This is your time to have fun, explore, and experience new and exciting things. You don’t want your wallet to stand in the way of that – and it doesn’t have to! Just be realistic and smart with yourself and what you are willing to spend and what you want to invest in, while giving yourself enough wiggle room for emergencies, because trust me – they happen!
2. Eat in more
When you first get to your new home, it’ll be easy to want to jump into trying all of the new cafes, restaurants, and bars right away. But wait! You don’t have to indulge in all of this all at once. Try to spread out eating out throughout your trip, or save eating out for just the weekends when you travel to new places. Limit yourself to once or twice a week, and then cook for yourself the rest of the time.
You will likely be buying groceries once every week or every two weeks. If you live with roommates, this can be very affordable because you would be splitting the cost; even if you live alone, there are many cheap options in terms of grocery shopping.
3. Double check everything
This goes along with just being responsible for yourself when traveling. Double-check your train ticket times, your flight itinerary, bus stops, etc. Make sure you know where you’re going and what time you have to be there!
4. Say yes to new experience
If this is your first time outside of the country, or even your first time living in a new place, you are bound to be nervous. THIS IS NORMAL! Be proud of yourself for being willing to jump into this new adventure. Push yourself further and try your best to say yes to the new experiences you are about to explore.
Do your best to travel on the weekends.
Whether it be within the country or to a new country, try to invest your time to explore this new side of the world!
Indulge yourself in the new cultures you are immersed in.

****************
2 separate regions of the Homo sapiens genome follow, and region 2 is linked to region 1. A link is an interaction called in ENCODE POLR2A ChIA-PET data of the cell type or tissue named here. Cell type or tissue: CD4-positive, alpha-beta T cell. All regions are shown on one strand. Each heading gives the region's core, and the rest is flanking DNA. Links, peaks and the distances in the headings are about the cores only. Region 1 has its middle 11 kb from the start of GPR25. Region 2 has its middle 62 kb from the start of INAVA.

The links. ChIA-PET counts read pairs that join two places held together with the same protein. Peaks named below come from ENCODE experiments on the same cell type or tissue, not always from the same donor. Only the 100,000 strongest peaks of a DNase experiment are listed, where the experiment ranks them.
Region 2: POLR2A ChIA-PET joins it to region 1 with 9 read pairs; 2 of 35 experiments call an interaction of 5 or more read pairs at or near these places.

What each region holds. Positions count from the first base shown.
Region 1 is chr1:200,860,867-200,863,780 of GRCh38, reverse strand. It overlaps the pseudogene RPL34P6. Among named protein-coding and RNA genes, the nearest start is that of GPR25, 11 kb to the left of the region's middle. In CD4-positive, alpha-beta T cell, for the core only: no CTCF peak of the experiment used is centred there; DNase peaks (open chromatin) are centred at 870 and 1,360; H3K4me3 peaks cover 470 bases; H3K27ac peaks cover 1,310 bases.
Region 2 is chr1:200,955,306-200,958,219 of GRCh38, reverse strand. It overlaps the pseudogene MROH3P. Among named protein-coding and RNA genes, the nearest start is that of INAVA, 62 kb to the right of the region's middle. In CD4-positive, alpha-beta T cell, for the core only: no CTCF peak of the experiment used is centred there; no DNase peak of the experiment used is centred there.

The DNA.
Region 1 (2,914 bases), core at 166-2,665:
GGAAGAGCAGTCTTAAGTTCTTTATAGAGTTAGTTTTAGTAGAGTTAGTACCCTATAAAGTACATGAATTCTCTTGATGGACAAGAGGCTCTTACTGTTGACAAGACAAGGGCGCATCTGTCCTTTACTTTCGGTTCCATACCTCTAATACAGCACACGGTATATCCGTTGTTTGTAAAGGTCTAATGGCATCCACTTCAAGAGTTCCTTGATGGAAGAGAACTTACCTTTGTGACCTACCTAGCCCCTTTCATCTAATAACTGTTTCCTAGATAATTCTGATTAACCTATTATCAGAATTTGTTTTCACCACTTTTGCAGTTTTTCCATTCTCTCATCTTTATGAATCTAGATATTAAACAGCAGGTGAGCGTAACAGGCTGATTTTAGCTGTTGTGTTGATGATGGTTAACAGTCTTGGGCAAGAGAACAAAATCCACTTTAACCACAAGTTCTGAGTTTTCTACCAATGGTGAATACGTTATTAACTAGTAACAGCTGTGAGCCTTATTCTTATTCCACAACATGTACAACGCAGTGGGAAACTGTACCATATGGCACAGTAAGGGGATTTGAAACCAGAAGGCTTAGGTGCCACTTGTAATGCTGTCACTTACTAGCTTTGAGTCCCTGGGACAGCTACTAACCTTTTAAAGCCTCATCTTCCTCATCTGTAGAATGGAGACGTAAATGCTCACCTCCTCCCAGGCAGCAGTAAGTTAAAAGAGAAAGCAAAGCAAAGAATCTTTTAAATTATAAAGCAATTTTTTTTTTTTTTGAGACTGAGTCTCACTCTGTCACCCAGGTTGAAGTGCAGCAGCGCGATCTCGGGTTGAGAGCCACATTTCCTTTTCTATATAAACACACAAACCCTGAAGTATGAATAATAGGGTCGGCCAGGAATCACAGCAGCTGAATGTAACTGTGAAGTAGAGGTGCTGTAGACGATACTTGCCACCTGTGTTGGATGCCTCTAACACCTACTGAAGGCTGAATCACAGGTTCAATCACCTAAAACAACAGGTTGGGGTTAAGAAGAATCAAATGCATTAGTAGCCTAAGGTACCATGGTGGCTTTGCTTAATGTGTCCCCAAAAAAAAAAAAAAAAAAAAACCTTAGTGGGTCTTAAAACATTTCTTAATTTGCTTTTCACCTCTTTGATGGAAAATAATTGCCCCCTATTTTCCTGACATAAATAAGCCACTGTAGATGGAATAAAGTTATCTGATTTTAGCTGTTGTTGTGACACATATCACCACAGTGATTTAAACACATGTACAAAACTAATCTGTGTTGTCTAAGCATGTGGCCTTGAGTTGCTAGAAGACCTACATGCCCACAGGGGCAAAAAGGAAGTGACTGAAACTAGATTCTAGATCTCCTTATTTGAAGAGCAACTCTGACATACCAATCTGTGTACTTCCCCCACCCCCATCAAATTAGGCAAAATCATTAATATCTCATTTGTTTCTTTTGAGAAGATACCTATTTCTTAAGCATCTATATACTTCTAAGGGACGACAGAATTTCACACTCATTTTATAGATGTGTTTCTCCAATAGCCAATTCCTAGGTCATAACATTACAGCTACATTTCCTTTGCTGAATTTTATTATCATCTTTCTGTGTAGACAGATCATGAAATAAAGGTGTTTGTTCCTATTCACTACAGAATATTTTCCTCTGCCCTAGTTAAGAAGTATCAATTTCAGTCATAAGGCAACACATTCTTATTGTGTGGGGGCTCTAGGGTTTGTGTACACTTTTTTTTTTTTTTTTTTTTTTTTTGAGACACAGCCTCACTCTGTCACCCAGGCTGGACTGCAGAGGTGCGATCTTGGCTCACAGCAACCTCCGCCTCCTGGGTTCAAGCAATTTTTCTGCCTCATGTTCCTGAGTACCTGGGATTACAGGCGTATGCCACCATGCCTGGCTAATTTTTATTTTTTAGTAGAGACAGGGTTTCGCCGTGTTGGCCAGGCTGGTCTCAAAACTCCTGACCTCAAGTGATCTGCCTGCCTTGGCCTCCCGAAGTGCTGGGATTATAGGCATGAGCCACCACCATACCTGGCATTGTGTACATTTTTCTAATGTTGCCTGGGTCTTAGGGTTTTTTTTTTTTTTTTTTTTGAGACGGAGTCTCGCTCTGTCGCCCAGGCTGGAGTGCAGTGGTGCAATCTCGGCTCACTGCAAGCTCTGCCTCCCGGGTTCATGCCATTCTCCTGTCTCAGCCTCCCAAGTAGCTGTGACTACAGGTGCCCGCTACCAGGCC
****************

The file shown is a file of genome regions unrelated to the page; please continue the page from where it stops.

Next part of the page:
Talk to locals and see where they enjoy spending their time. Make friends with people that really live where you are staying. This will give you an even more cultured experience and allow you to make international connections with people you never otherwise would have met!
5. Go with the flow
Try your best to have an open mind when unprecedented circumstances come up. Plans may change, whether it be big or small, and you need to try to make the best of your situation.
Surround yourself with people that can go with the flow along with you! There’s nothing worse than when you are traveling with people that can’t be positive about a negative situation, or move along with wherever your plans take you. Don’t hang around Debbie-Downers and don’t be one yourself!
6. Be present
With all of the traveling from place to place, airport to airport, train station to train station, it is hard to stop and take in your surroundings. Even when it does get stressful, just remind yourself,
“I’M IN _______ AND I’M GOING TO MAKE THE MOST OF IT BECAUSE I’M LITERALLY IN _____!!!”
Take as many photos and videos as you can! You want to document your experience to the best of your ability. This means making sure you have enough iCloud storage for your trip 😉
Soak. It. In.
When you’re climbing the Eiffel Tower, laying on the perfect tropical Greek beach, riding the gondola through Venice, trying new foods you’ve never tried before, taking the perfect perspective picture at the Leaning Tower of Pisa, remind yourself that THIS IS YOUR LIFE AND YOU MADE IT HAPPEN! Be proud of yourself for being in that moment, because it wouldn’t have happened if it weren’t for your desire to push yourself out of your comfort zone.
Living and traveling abroad, you’ll gain not only experiences, but also personal growth. You’ll gain independence, responsibility, and a new appreciation of the world around you. If you did it this time, who is to say you couldn’t do it again? Not only will this experience give you amazing memories, but it will also help you be even more excited and ready for your next trip!
La Dolce Vita!